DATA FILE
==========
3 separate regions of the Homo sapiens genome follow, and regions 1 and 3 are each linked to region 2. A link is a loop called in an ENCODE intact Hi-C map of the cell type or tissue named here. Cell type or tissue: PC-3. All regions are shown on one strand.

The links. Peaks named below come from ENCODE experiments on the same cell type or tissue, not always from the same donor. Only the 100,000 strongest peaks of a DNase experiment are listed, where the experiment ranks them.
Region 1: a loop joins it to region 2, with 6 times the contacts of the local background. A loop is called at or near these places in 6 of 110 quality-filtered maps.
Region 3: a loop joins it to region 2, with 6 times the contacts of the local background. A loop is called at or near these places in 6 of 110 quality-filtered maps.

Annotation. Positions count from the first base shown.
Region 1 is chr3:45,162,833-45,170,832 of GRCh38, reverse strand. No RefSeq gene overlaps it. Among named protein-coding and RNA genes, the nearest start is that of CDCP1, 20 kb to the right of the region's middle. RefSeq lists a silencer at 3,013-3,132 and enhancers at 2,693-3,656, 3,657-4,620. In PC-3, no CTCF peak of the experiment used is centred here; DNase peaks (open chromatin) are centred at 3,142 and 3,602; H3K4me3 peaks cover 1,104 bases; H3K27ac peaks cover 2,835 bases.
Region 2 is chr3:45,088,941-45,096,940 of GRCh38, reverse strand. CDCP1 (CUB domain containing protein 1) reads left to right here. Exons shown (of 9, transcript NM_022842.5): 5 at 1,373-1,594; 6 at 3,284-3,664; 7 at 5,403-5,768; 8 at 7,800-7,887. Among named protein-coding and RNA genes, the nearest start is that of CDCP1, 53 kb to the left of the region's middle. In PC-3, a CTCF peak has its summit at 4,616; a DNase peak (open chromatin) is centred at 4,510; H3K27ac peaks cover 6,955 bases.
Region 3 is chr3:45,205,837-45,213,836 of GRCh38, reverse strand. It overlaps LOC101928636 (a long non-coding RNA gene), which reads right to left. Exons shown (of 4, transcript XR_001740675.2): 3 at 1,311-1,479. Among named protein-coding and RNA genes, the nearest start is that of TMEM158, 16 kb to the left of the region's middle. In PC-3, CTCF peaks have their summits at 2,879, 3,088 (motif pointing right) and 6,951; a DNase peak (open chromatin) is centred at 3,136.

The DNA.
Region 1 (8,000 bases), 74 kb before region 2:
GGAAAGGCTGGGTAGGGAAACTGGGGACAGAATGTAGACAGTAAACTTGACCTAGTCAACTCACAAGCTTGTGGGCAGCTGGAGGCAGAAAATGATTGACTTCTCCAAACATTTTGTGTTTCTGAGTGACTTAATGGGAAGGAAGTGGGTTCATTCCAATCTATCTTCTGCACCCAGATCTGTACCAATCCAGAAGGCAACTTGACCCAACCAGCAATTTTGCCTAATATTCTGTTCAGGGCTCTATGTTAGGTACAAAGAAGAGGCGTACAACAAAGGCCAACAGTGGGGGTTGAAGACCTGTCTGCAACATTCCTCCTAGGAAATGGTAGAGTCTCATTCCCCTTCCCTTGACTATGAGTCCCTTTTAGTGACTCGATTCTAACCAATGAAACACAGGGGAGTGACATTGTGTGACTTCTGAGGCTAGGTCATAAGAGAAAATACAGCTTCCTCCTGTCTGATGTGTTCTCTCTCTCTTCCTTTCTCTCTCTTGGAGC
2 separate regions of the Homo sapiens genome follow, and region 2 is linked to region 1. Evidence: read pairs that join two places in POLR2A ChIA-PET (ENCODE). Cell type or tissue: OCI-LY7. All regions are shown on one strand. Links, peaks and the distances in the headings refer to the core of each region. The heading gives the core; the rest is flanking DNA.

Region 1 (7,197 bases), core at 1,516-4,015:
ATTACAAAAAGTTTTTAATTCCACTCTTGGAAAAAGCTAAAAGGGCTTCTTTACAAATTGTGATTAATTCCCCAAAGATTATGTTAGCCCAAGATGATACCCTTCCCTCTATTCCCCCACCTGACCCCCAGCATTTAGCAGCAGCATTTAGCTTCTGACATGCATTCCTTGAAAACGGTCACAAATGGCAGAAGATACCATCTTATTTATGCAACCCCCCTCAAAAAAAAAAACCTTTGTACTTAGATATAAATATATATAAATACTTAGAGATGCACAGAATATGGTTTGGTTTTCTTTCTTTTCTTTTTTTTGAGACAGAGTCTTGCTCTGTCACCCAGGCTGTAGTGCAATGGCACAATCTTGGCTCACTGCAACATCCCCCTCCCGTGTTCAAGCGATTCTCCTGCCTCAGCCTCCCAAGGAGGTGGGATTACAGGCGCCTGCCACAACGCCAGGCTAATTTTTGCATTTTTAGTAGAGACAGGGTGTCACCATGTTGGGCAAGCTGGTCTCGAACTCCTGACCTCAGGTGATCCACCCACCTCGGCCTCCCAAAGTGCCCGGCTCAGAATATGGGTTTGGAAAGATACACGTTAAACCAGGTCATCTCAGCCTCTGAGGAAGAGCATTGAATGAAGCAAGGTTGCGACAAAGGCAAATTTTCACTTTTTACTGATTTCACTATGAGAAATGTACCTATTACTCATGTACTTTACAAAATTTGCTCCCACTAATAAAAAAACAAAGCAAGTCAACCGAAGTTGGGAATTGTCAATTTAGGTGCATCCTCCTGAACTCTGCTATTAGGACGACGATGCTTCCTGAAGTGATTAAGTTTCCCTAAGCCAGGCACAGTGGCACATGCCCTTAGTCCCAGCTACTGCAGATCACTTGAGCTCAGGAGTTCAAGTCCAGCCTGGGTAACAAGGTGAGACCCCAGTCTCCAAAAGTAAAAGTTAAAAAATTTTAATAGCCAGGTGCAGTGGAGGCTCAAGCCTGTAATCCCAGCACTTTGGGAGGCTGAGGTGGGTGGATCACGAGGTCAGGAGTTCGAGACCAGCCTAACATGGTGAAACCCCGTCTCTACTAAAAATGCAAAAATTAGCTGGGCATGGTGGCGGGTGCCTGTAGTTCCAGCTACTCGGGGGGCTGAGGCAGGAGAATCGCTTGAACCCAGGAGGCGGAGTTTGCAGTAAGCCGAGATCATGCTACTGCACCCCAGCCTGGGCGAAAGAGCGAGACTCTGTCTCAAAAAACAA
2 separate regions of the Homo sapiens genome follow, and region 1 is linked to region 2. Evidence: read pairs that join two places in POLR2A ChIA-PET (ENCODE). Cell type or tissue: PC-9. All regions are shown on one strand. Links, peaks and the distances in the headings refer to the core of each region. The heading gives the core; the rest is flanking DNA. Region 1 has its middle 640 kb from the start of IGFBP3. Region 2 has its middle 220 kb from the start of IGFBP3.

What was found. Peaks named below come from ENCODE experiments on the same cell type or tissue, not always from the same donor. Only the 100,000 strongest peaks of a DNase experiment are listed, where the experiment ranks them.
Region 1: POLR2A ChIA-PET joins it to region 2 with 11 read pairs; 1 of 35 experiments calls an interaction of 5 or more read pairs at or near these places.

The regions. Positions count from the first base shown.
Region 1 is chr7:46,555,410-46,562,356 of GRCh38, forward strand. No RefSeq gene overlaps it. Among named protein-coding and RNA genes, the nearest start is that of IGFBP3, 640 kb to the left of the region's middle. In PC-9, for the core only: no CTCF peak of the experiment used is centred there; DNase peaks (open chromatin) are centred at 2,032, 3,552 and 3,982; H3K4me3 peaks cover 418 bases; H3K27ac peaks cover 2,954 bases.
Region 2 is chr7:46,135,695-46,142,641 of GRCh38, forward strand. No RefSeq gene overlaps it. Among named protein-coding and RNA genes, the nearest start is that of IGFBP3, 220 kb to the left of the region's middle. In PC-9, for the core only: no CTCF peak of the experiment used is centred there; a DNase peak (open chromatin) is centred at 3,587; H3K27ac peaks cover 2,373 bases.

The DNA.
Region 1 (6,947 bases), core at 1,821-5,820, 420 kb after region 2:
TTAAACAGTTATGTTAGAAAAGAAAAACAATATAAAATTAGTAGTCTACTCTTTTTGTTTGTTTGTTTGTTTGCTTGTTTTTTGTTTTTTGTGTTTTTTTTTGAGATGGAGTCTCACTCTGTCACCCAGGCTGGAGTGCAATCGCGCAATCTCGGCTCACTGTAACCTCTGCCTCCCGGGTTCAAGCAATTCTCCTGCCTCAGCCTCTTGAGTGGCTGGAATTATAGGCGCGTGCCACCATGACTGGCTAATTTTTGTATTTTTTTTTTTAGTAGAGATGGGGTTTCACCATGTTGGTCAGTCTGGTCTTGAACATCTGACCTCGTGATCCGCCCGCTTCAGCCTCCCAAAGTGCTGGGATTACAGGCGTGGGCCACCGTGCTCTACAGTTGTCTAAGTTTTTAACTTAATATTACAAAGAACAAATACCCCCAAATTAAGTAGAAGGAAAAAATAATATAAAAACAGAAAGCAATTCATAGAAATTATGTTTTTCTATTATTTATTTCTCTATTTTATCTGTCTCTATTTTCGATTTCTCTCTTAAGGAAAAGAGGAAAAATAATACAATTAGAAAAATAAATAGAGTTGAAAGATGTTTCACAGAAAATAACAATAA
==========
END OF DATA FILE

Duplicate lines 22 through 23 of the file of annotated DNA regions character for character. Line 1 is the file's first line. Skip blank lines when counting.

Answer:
Region 1 (6,947 bases), core at 1,821-5,820, 420 kb after region 2:
TTAAACAGTTATGTTAGAAAAGAAAAACAATATAAAATTAGTAGTCTACTCTTTTTGTTTGTTTGTTTGTTTGCTTGTTTTTTGTTTTTTGTGTTTTTTTTTGAGATGGAGTCTCACTCTGTCACCCAGGCTGGAGTGCAATCGCGCAATCTCGGCTCACTGTAACCTCTGCCTCCCGGGTTCAAGCAATTCTCCTGCCTCAGCCTCTTGAGTGGCTGGAATTATAGGCGCGTGCCACCATGACTGGCTAATTTTTGTATTTTTTTTTTTAGTAGAGATGGGGTTTCACCATGTTGGTCAGTCTGGTCTTGAACATCTGACCTCGTGATCCGCCCGCTTCAGCCTCCCAAAGTGCTGGGATTACAGGCGTGGGCCACCGTGCTCTACAGTTGTCTAAGTTTTTAACTTAATATTACAAAGAACAAATACCCCCAAATTAAGTAGAAGGAAAAAATAATATAAAAACAGAAAGCAATTCATAGAAATTATGTTTTTCTATTATTTATTTCTCTATTTTATCTGTCTCTATTTTCGATTTCTCTCTTAAGGAAAAGAGGAAAAATAATACAATTAGAAAAATAAATAGAGTTGAAAGATGTTTCACAGAAAATAACAATAA